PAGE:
Following the Atlanta attacks, the Manhattan district attorney’s office announced in April 2021 that it would no longer prosecute unlicensed massage or prostitution and closed 914 open cases with the massage charge, along with 5,080 open cases on the charge of loitering for the purposes of prostitution. District attorneys in Brooklyn, Baltimore, and Philadelphia have also said they would decline to prosecute prostitution. However, the statutes for prostitution and unlicensed massage remain in place statewide for New York.
Red Canary Song, the migrant sex worker advocacy group, along with the Butterfly Asian and Migrant Sex Workers Support Network in Toronto and the Massage Parlor Outreach Project in Seattle, published a report in February saying that Asian massage work had become a target of “state-sanctioned oppression” as a result of “the misplaced advocacy of the anti-trafficking movement, which often claims it is saving Asian massage workers, when it is, in actuality, subjecting them to varied forms of state and state-sanctioned-if-privatized violence.” RCS is now leading an effort to eliminate the penalties for unlicensed massage, with support from the New York Civil Liberties Union. A bill was introduced in September of 2021 and is currently in committee in the New York’s state Assembly. Kao said the organization is still looking for a sponsor in the state Senate.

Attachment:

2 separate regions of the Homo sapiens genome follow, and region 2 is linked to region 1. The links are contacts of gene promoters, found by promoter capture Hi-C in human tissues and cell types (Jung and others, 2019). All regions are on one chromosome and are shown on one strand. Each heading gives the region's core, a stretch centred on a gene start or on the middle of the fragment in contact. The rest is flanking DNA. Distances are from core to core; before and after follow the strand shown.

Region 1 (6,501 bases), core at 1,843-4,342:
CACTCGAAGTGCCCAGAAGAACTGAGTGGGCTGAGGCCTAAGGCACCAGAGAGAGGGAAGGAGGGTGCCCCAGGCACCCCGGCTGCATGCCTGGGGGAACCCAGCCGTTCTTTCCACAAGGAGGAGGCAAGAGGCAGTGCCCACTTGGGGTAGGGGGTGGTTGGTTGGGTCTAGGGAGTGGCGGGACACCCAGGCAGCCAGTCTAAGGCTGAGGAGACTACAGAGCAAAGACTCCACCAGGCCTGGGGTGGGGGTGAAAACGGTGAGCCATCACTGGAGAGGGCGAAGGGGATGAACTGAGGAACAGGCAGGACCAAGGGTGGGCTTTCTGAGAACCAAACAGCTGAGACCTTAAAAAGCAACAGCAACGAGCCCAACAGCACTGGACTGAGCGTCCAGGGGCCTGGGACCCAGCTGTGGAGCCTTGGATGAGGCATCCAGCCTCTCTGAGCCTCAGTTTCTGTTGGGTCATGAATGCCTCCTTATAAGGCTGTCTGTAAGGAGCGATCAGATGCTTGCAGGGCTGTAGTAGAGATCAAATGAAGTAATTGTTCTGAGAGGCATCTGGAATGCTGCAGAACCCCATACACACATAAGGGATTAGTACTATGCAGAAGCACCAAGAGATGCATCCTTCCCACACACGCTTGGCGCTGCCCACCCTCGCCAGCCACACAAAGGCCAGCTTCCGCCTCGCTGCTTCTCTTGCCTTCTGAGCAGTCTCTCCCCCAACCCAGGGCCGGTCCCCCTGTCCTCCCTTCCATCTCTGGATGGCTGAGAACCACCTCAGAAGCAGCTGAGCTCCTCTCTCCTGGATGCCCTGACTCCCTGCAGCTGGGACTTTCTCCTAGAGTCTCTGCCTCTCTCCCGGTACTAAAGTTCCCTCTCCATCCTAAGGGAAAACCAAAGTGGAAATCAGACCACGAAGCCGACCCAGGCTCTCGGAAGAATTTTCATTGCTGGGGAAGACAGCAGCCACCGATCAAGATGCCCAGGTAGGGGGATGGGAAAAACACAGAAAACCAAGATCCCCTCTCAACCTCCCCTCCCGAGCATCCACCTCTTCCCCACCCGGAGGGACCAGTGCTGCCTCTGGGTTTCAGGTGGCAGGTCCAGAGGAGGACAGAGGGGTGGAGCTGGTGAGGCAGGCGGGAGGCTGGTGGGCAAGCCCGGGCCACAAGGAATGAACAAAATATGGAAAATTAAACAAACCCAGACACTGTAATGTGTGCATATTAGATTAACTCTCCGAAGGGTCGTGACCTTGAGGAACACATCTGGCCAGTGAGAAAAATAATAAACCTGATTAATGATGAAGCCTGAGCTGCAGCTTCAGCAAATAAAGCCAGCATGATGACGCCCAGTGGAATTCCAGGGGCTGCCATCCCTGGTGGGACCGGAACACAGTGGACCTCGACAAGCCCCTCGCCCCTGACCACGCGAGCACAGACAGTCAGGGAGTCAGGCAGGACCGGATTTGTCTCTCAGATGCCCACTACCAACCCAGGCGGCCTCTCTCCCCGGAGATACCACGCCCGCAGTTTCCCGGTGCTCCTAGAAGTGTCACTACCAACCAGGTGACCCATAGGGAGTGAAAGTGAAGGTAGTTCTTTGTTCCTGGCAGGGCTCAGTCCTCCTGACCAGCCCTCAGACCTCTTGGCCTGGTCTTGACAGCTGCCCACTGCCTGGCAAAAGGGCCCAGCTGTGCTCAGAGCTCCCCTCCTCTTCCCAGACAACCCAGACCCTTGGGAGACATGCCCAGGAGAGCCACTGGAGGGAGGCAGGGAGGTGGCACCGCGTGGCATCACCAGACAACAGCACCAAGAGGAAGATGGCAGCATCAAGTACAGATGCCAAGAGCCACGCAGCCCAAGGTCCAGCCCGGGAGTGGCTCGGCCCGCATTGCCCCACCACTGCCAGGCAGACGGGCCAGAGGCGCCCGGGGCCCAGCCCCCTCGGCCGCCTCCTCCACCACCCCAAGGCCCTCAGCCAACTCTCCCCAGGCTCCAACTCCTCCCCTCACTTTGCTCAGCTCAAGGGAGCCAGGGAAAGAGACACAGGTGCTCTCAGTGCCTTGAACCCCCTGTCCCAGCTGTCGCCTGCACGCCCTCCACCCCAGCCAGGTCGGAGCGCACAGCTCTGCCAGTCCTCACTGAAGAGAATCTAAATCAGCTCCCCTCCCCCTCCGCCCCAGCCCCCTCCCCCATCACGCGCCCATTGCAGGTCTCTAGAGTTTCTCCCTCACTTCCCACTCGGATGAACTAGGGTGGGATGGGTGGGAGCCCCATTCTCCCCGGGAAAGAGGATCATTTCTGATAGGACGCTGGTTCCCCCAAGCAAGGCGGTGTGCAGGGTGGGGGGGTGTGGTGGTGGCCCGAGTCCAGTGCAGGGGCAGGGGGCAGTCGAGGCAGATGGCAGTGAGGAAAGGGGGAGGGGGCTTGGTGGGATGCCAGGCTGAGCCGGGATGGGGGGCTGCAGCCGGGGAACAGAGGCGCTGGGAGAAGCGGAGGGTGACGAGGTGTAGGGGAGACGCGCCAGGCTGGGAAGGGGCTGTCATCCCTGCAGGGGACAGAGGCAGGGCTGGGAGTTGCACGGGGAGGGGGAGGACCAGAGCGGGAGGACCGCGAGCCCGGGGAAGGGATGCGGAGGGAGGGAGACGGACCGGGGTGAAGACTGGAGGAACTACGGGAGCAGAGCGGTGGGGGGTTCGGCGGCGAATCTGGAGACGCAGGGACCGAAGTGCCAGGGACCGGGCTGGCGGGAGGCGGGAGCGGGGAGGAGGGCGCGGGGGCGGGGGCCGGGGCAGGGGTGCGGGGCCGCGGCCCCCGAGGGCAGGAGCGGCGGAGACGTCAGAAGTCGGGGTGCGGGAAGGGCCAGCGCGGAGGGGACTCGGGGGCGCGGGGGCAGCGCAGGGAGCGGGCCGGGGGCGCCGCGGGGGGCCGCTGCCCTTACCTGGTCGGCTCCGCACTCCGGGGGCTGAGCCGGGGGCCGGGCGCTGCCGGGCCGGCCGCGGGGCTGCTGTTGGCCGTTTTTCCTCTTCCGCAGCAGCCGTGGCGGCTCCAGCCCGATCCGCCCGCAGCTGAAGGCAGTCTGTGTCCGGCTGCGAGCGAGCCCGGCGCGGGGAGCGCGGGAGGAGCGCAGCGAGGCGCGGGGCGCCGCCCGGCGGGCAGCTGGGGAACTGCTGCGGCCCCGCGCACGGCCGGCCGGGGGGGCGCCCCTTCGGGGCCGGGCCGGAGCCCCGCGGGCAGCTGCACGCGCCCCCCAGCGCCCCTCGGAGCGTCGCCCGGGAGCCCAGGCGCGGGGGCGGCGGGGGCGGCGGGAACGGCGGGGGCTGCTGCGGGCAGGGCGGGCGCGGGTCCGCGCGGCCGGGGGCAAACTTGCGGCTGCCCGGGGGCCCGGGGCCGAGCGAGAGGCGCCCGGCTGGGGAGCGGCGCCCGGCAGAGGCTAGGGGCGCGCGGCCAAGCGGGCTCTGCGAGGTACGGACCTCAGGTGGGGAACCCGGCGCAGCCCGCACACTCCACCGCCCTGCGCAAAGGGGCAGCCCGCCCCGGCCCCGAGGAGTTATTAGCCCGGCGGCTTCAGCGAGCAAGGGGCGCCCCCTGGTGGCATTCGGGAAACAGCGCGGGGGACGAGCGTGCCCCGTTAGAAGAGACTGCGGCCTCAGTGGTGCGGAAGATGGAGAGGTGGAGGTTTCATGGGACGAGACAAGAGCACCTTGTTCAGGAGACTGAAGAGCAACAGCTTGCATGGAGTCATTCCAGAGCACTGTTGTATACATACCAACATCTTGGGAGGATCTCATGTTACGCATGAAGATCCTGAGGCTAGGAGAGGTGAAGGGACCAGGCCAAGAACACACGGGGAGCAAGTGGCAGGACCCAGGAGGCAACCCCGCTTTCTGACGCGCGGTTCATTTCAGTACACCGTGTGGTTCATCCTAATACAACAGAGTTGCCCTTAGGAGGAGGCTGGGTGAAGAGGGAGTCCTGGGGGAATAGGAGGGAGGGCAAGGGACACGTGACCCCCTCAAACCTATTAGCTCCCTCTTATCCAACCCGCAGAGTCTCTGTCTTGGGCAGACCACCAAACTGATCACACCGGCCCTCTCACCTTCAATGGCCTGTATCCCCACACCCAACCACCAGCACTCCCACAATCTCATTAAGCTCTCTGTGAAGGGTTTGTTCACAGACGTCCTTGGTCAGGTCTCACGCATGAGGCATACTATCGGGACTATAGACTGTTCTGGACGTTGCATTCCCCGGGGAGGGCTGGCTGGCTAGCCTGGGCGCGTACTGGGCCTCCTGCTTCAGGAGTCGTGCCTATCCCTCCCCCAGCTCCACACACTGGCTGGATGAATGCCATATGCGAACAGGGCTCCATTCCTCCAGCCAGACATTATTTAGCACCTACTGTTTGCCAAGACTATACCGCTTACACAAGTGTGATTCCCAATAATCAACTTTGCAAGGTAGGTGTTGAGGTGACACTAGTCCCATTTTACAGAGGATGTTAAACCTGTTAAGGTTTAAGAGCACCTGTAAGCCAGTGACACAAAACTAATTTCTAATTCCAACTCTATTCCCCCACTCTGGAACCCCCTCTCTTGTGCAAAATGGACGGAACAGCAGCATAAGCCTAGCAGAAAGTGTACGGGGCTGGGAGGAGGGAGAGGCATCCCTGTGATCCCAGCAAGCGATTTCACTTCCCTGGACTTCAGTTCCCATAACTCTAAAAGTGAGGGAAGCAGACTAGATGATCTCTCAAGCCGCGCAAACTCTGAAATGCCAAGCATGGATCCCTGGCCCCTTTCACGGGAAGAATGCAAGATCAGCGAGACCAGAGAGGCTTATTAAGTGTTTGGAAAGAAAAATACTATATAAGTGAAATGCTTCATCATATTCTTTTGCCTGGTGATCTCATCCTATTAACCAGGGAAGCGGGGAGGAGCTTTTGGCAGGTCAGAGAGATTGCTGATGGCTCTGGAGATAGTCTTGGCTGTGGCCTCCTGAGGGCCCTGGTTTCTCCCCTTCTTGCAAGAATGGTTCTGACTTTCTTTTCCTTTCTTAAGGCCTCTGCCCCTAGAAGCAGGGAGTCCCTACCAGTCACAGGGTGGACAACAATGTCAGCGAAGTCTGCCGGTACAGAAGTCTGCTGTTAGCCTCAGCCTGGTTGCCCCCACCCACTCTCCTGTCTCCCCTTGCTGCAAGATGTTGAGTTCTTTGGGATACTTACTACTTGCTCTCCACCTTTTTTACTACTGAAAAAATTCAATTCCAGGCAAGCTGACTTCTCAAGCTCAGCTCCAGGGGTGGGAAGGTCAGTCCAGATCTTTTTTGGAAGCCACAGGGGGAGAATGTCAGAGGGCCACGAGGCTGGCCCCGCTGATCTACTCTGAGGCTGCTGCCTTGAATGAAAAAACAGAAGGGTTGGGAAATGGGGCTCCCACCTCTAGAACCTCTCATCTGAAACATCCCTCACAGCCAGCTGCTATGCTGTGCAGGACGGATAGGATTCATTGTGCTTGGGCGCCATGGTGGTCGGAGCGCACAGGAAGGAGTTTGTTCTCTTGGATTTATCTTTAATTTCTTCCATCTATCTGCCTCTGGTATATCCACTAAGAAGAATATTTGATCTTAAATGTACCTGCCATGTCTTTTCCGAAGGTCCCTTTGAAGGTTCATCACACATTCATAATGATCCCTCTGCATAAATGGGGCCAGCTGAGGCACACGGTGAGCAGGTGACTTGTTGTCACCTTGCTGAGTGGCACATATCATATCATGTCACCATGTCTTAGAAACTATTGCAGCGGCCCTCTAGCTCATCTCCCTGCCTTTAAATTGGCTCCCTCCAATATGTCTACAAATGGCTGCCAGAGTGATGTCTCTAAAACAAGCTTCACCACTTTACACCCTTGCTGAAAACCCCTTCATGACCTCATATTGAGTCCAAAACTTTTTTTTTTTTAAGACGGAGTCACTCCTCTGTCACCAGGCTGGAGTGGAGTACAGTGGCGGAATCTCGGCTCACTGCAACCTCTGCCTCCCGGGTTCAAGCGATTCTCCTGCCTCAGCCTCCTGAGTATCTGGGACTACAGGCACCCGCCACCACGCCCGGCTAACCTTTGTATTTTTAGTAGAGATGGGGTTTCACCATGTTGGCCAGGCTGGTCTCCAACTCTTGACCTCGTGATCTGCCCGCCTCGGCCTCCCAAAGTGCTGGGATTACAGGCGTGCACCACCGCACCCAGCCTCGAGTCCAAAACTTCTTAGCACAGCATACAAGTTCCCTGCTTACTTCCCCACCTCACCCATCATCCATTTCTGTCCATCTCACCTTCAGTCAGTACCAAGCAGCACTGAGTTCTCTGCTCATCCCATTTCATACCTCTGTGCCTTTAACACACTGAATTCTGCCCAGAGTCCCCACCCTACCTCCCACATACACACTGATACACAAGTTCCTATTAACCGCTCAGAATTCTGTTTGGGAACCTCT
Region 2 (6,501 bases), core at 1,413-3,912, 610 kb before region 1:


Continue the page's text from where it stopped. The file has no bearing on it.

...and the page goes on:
Other bills to repeal penalties related to sex work have been introduced in New York in recent years, but have not included changes to the penalties for unlicensed massage. One bill would fully decriminalize sex work, while a second would remove penalties for people selling sex, but continue to criminalize buyers and third parties.
Shih said the policing of Asian massage businesses is “brutally connected” to the attacks on them. “The white supremacist violence directed at Asian women like those that we saw in the Atlanta murders must be discussed and mourned alongside the state violence of policing, borders, and deportation,” she said. “The raid and deport formula is a key threat facing Asian migrant communities living in the United States.”
The vigil also included musical performances and a memorial art piece that was created in collaboration with massage workers in New York City.
The memorial, created by Chong Gu, was a structure set up like a massage business with tables and curtains. Portraits made by an anonymous massage worker based in New York were hung on the exterior, and inside the massage tables were laid with food in offering to the dead. A group of current and former Asian sex workers burned joss paper and left other offerings in remembrance.
Wu, an organizer with Red Canary Song who led the ritual, which she said was a combination of Korean and Chinese funerary customs, said that when people die they live on in the people who remember them, and “in the future for workers whose lives are in danger, who just want to be prosperous, or workers whose lives don’t deserve to be put at risk because of who they are.”